From prevention, management to treatment, you can be free of suffering from ovarian cysts and its associated pain. Cysts are common and normal especially with women who are still on their normal cycles. Most of them are small and don’t cause problems, they are painless and harmless. But when a cyst becomes a problem (this happens especially when it grows bigger) it may pose a number of issues that need the doctor’s attention. But before we look into that and how you can find freedom from stubborn cysts, let us look at what they are.
So, what are they really? Ovarian Cysts?
You are probably aware that an ovary is part of the female reproductive system, and for the symmetry of the system, are a pair, one on each side of the uterus in the lower abdomen. These pair of ovaries produce the ova (eggs) and hormones estrogen and progesterone which are crucial in reproduction.
Once in a while, small fluid-filled sac develops on one of the ovaries. At least one sac develops in a woman’s lifetime. This is what is called a cyst. An ovarian cyst because it develops on the ovary.
A normal cyst is harmless and painless and has no symptoms. There is a possibility for one to get one cyst every cycle and never know about it. Normal cysts do not need treatment for they go away on their own after a few weeks or months. They are also very common when one is pregnant.
A cyst occurs in the ovary (usually as a result of rupturing failure of the egg-containing sac). The fluid in the sac usually turns into a cyst and grows to a point where it disappears on its own. Other times, instead of disappearing it ruptures thus causing pelvic pain that may last up to a day and can grow to any size. When this happens you may or may not have symptoms
Symptoms of ovarian cysts if they occur…
When they occur, Ovarian Cyst symptoms present themselves as pressure, sometimes bloating as well as swelling and pain in the lower abdomen. These are normal and mostly nothing to worry about. However, the advice of a doctor should be immediately sought after if the following occurs. Always consider them emergency situations;
- Sudden, severe pelvic pain
- Fever, pain, and vomiting
- Dizziness, weakness, feeling faint
- Fast breathing
When these occur, there is a high possibility that the cyst has twisted the ovary, which is a cause of alarm.
At the doctor’s office
At the suspicion of an ovarian cyst, a doctor will confirm by finding cysts during a female pelvic exam while asking questions about your pain and other pelvic symptoms. An ultrasound may be given but not necessarily. Ultrasounds take pictures by detecting vibrations and will show clear details of the cyst. Other possibilities that may rule out the ovarian cyst are; pregnancy, hormonal problems, the possibility of cancer especially if you are past menopause.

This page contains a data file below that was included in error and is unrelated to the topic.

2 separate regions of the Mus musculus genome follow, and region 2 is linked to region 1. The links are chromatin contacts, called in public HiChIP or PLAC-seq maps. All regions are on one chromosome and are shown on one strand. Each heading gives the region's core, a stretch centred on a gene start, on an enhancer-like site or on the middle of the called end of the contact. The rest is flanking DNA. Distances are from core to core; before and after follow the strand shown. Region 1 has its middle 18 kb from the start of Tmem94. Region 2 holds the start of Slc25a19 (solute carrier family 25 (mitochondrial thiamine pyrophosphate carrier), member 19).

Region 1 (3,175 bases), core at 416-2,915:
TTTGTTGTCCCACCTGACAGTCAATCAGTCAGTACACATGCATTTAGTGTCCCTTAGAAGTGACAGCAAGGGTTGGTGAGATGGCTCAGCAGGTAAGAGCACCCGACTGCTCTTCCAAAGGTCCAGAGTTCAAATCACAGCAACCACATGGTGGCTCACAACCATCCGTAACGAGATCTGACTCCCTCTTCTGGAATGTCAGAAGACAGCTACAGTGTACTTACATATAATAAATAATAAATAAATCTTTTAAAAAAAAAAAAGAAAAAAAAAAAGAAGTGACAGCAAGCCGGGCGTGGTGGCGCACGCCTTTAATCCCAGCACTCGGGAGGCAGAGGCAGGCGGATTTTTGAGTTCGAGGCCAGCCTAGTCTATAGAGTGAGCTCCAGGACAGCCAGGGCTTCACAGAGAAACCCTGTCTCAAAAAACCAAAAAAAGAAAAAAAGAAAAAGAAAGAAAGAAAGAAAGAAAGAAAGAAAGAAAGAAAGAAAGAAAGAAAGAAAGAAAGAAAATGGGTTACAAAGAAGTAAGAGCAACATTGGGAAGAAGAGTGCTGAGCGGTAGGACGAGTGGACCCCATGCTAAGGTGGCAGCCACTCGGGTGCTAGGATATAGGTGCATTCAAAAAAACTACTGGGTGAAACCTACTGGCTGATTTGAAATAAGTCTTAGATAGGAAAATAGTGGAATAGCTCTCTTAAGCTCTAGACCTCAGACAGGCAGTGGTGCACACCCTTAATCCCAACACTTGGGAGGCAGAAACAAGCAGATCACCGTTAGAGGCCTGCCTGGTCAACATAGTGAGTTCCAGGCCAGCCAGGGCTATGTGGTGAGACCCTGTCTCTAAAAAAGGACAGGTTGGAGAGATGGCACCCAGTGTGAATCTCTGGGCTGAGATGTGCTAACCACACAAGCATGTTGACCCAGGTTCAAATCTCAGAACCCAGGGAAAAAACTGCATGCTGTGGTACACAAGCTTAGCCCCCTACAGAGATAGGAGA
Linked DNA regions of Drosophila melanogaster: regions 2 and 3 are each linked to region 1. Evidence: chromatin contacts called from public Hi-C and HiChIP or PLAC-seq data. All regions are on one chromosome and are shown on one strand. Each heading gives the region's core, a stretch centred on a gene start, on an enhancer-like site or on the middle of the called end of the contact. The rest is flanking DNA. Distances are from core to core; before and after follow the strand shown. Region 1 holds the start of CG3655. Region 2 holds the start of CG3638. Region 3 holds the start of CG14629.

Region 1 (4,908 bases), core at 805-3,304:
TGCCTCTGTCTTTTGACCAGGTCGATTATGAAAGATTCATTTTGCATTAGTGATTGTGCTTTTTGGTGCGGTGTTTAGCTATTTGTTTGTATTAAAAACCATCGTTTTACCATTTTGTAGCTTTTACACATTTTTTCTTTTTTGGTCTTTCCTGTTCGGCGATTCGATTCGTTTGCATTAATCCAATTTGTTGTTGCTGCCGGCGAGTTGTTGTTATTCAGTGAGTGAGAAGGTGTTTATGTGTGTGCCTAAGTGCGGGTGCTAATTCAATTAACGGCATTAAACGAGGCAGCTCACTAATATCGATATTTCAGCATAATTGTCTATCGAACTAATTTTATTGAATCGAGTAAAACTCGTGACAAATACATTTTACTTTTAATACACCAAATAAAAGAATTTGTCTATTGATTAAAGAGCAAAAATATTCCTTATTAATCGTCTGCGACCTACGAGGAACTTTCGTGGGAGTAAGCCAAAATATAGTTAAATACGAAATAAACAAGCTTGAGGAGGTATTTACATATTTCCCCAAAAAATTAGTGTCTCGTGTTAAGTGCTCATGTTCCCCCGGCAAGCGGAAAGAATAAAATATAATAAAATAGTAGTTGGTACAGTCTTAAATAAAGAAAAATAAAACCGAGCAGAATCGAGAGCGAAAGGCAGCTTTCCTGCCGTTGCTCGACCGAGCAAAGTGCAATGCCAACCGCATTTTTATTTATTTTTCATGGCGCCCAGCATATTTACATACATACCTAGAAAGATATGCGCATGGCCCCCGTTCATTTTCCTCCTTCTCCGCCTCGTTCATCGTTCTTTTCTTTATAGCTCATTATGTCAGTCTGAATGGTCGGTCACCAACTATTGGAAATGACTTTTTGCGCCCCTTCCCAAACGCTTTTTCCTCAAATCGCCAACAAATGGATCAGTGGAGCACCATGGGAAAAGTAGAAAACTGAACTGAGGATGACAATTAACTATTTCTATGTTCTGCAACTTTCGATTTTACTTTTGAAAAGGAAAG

How does this cyst present itself?
Various types of cysts exist like the endometrioma cysts and the dermoid cysts and most commonly the functional cysts. Functional cysts are the corpus luteum and follicle cysts. Follicle cysts occur as a result of the failure of the sac to break and release the egg in the ovary. Corpus luteum cysts on the other hand form as a result of stubborn sacs that do not dissolve. the opening of the follicle then seals and allows additional fluid inside that causes the corpus luteum cyst. Other cysts that could form are the cystadenomas.
Polycystic Ovary Syndrome (PCOS)
When a large number of cysts develop in some women, it leads to what is known as The Polycystic Ovary Syndrome (PCOS) a condition that causes the ovary to enlarge because a large number of small cysts and can cause infertility if left untreated.
Can ovarian cysts be prevented?
It is impossible to prevent ovarian cysts, though management and treatment regimes are available, which we will look at later. More important is doing routine gynecologic examinations. This will only ensure that ovarian cysts are detected early and benign cysts do not become carcinogenic and increase the risks of ovarian cancer.
The doctor is the first line of management and early detection. The following problems need to be reported immediately they appear;
- changes in your menstrual cycle
- ongoing pelvic pain
- loss of appetite
- unexplained weight loss
- abdominal fullness